Enabling markdown in comments allows learners to format their contributions in a richer way than the standard plain text approach that is widely used across the platform. This is particularly useful for courses on technical subjects, as it is possible to share formatted code and code blocks.
You can switch on supporting markdown in comments on the Edit Course page in Course Creator (this area is only accessible to Organisation Admins so please get in touch with yours if you need help finding this). If you make this change to a course that is in progress, be aware that learners who commented before it was enabled will still have the plain text comment types, and consider any course content that explains how to use the comment features.
Below shows the information that is displayed to learners when they are inputting their comment. Instructions to learners on how to use markdown will be provided as a link next to the comment field. You can see these instructions here.
How does markdown look in comments?
Here is an example of the way that markdown can be used to display code in the comments:
We have not enabled the sharing of videos and images in comments for now, due to moderation concerns.
Designing opportunities for learners to use markdown in comments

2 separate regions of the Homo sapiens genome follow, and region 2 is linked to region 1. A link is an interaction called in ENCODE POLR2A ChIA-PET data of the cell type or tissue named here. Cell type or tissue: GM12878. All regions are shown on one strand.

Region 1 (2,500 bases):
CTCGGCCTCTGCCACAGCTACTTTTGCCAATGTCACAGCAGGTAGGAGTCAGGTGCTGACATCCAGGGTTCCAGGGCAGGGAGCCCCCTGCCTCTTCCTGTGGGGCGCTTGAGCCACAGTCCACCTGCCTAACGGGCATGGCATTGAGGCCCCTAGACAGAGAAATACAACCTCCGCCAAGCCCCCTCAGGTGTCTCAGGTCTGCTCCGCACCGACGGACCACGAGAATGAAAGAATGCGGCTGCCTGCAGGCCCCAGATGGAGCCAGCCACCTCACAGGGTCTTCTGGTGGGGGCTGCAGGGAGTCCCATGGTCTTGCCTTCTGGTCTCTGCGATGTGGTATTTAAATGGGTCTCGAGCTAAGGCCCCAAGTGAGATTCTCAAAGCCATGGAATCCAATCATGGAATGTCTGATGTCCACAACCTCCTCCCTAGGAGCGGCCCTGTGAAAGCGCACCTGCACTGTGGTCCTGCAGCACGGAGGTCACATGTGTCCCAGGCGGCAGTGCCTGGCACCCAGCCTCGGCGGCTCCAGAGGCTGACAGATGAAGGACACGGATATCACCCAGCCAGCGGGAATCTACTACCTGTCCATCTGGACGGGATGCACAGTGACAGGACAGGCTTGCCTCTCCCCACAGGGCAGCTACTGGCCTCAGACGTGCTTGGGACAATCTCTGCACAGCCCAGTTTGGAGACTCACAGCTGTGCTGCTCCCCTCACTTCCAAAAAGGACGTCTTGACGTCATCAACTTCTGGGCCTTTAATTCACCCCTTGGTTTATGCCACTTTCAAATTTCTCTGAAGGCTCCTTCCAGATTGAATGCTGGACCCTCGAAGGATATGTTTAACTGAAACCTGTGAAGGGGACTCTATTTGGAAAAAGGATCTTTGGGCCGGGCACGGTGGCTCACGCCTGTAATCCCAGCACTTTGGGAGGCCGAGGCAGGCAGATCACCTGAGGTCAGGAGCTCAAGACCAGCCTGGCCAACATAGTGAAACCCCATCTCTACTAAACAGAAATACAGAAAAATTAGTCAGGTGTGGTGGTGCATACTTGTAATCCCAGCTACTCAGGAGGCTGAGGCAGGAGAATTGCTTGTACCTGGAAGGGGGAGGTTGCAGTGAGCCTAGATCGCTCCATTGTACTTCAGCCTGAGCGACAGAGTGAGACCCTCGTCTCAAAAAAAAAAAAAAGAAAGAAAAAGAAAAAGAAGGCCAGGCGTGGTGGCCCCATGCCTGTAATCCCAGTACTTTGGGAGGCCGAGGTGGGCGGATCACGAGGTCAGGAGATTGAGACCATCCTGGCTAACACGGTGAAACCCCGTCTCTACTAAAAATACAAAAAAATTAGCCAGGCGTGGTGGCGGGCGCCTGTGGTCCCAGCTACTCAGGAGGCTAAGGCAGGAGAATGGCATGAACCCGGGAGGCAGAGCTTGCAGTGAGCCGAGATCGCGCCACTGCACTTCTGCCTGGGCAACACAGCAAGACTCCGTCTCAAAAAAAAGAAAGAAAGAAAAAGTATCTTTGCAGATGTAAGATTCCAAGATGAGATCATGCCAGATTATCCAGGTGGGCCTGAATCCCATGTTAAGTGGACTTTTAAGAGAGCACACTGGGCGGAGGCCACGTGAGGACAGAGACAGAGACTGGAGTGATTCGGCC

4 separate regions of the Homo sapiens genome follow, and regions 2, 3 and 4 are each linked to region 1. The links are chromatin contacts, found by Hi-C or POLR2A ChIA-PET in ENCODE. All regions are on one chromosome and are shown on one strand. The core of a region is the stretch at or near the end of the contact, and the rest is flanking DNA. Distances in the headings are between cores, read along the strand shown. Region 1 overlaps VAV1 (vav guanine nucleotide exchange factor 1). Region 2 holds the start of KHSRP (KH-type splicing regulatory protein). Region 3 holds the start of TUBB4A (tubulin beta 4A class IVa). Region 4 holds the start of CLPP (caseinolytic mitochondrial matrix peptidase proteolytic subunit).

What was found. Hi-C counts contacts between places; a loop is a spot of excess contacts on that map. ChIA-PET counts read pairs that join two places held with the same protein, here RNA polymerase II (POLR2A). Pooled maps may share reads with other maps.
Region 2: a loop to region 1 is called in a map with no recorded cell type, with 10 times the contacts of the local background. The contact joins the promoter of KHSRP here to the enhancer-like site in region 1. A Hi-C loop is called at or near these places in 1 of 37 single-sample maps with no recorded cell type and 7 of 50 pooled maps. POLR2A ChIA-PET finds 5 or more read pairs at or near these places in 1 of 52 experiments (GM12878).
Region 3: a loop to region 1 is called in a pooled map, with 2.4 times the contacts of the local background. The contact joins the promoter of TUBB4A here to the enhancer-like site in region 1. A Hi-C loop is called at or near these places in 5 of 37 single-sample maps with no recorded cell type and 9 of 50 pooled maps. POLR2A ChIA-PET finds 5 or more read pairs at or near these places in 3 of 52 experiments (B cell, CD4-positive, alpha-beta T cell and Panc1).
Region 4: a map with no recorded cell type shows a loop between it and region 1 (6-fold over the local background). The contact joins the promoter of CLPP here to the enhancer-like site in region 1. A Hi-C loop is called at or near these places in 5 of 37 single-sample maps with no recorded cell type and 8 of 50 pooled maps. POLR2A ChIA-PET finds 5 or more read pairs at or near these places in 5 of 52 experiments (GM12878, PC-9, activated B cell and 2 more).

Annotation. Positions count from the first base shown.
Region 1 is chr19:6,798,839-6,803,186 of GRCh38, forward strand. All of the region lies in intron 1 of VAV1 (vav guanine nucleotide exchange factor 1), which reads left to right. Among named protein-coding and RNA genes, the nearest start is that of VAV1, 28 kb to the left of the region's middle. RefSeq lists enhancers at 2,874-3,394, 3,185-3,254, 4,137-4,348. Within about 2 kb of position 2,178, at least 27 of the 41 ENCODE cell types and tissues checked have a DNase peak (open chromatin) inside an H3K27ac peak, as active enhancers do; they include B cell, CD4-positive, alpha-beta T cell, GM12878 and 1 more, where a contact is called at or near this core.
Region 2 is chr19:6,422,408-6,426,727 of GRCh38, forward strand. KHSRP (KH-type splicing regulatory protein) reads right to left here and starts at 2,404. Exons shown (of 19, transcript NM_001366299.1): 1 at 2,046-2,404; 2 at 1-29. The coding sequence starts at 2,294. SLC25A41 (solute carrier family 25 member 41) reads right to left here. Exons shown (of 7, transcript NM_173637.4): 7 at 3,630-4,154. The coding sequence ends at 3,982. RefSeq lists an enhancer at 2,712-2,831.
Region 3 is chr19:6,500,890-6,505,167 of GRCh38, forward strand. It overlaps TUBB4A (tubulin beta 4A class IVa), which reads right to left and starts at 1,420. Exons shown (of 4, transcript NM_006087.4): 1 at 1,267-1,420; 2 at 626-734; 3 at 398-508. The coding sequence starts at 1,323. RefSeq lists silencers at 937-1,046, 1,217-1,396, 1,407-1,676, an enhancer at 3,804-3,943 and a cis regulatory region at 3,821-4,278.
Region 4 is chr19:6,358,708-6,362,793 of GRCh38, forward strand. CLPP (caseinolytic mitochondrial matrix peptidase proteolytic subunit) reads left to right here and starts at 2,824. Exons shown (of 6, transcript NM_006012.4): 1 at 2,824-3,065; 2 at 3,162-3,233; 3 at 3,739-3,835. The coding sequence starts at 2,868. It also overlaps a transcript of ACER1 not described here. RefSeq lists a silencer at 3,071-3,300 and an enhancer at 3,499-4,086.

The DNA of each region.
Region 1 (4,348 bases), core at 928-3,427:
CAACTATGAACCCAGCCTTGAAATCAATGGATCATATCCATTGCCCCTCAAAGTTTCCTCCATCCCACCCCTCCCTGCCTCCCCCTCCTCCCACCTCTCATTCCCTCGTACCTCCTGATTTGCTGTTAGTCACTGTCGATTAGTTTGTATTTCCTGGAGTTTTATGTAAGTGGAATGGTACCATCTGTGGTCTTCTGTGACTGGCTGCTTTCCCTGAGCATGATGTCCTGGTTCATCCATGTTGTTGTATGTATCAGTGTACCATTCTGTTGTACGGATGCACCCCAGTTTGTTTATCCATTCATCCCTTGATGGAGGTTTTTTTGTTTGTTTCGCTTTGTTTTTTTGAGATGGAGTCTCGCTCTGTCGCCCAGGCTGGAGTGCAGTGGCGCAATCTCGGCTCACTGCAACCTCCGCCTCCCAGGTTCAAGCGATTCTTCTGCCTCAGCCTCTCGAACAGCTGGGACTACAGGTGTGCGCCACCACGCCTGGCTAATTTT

This feature has a range of potential applications for learners within step comments. Firstly it allows them to share code in the comments, which creates a space for experimentation and comparison. Learners could be encouraged to share lines of code to perform a range of functions, then learners can ‘like’ the most effective and filter comments according to the most popular comments. Markdown also enables learners to express scientific notation, so they can try applying formulae in a comment, and peers can offer feedback.
More ambitious courses could prompt learners to start a dialogue using code, where each learner arriving at the comments adds a new line of code, or slightly adapts it to perform a different function.
Beyond code, markdown allows learners to add in-text links without using as many of the 1200 characters available per comment. This is useful for investigative steps, where learners are encouraged to go out onto the world wide web to find interesting, relevant websites and share them back via the comments with a brief summary.
Learners could also use markdown to format comments in particular ways, including:
- Listing ideas numerically
- Ranking items,
- Grouping ideas,
- Highlighting or emphasizing using italics or bold text
This could be useful for teaching languages as well.